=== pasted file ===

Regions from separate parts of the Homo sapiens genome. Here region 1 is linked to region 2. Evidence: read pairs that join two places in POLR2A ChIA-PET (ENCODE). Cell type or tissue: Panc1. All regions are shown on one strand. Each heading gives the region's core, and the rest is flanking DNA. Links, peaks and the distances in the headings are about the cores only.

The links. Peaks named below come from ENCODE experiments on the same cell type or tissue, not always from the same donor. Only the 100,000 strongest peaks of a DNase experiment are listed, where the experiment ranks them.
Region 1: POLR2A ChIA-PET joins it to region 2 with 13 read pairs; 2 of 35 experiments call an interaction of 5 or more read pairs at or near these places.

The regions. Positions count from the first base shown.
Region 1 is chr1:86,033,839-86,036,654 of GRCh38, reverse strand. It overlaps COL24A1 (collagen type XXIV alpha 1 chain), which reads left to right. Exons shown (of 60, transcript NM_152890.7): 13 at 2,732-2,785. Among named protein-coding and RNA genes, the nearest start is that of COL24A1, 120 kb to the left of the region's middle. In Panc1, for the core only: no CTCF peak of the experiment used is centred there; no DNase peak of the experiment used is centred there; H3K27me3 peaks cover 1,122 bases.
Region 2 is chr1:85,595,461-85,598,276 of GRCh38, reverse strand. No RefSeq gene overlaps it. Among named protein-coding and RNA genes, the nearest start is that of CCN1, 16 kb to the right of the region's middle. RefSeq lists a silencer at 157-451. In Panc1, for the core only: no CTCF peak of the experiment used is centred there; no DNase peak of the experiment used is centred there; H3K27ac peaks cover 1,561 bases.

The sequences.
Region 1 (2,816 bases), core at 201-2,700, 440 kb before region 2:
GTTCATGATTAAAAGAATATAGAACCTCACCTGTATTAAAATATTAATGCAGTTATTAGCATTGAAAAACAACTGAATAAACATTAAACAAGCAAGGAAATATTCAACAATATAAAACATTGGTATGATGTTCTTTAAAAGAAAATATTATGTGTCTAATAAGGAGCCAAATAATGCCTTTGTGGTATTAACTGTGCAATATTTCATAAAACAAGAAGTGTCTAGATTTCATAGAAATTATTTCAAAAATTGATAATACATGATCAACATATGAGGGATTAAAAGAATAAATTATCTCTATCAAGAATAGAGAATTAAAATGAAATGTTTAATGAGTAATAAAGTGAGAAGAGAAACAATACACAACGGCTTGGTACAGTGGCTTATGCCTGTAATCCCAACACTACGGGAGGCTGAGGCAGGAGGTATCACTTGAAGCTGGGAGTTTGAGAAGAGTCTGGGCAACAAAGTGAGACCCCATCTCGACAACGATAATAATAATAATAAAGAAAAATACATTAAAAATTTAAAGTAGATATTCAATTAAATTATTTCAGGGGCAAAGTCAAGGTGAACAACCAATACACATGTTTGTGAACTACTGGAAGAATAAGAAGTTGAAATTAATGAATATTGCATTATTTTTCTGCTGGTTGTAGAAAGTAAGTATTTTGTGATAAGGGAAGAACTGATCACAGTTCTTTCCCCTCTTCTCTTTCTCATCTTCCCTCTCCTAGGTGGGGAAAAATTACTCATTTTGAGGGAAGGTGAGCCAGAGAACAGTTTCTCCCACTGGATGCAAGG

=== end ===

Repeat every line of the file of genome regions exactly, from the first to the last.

Regions from separate parts of the Homo sapiens genome. Here region 1 is linked to region 2. Evidence: read pairs that join two places in POLR2A ChIA-PET (ENCODE). Cell type or tissue: Panc1. All regions are shown on one strand. Each heading gives the region's core, and the rest is flanking DNA. Links, peaks and the distances in the headings are about the cores only.

The links. Peaks named below come from ENCODE experiments on the same cell type or tissue, not always from the same donor. Only the 100,000 strongest peaks of a DNase experiment are listed, where the experiment ranks them.
Region 1: POLR2A ChIA-PET joins it to region 2 with 13 read pairs; 2 of 35 experiments call an interaction of 5 or more read pairs at or near these places.

The regions. Positions count from the first base shown.
Region 1 is chr1:86,033,839-86,036,654 of GRCh38, reverse strand. It overlaps COL24A1 (collagen type XXIV alpha 1 chain), which reads left to right. Exons shown (of 60, transcript NM_152890.7): 13 at 2,732-2,785. Among named protein-coding and RNA genes, the nearest start is that of COL24A1, 120 kb to the left of the region's middle. In Panc1, for the core only: no CTCF peak of the experiment used is centred there; no DNase peak of the experiment used is centred there; H3K27me3 peaks cover 1,122 bases.
Region 2 is chr1:85,595,461-85,598,276 of GRCh38, reverse strand. No RefSeq gene overlaps it. Among named protein-coding and RNA genes, the nearest start is that of CCN1, 16 kb to the right of the region's middle. RefSeq lists a silencer at 157-451. In Panc1, for the core only: no CTCF peak of the experiment used is centred there; no DNase peak of the experiment used is centred there; H3K27ac peaks cover 1,561 bases.

The sequences.
Region 1 (2,816 bases), core at 201-2,700, 440 kb before region 2:
GTTCATGATTAAAAGAATATAGAACCTCACCTGTATTAAAATATTAATGCAGTTATTAGCATTGAAAAACAACTGAATAAACATTAAACAAGCAAGGAAATATTCAACAATATAAAACATTGGTATGATGTTCTTTAAAAGAAAATATTATGTGTCTAATAAGGAGCCAAATAATGCCTTTGTGGTATTAACTGTGCAATATTTCATAAAACAAGAAGTGTCTAGATTTCATAGAAATTATTTCAAAAATTGATAATACATGATCAACATATGAGGGATTAAAAGAATAAATTATCTCTATCAAGAATAGAGAATTAAAATGAAATGTTTAATGAGTAATAAAGTGAGAAGAGAAACAATACACAACGGCTTGGTACAGTGGCTTATGCCTGTAATCCCAACACTACGGGAGGCTGAGGCAGGAGGTATCACTTGAAGCTGGGAGTTTGAGAAGAGTCTGGGCAACAAAGTGAGACCCCATCTCGACAACGATAATAATAATAATAAAGAAAAATACATTAAAAATTTAAAGTAGATATTCAATTAAATTATTTCAGGGGCAAAGTCAAGGTGAACAACCAATACACATGTTTGTGAACTACTGGAAGAATAAGAAGTTGAAATTAATGAATATTGCATTATTTTTCTGCTGGTTGTAGAAAGTAAGTATTTTGTGATAAGGGAAGAACTGATCACAGTTCTTTCCCCTCTTCTCTTTCTCATCTTCCCTCTCCTAGGTGGGGAAAAATTACTCATTTTGAGGGAAGGTGAGCCAGAGAACAGTTTCTCCCACTGGATGCAAGG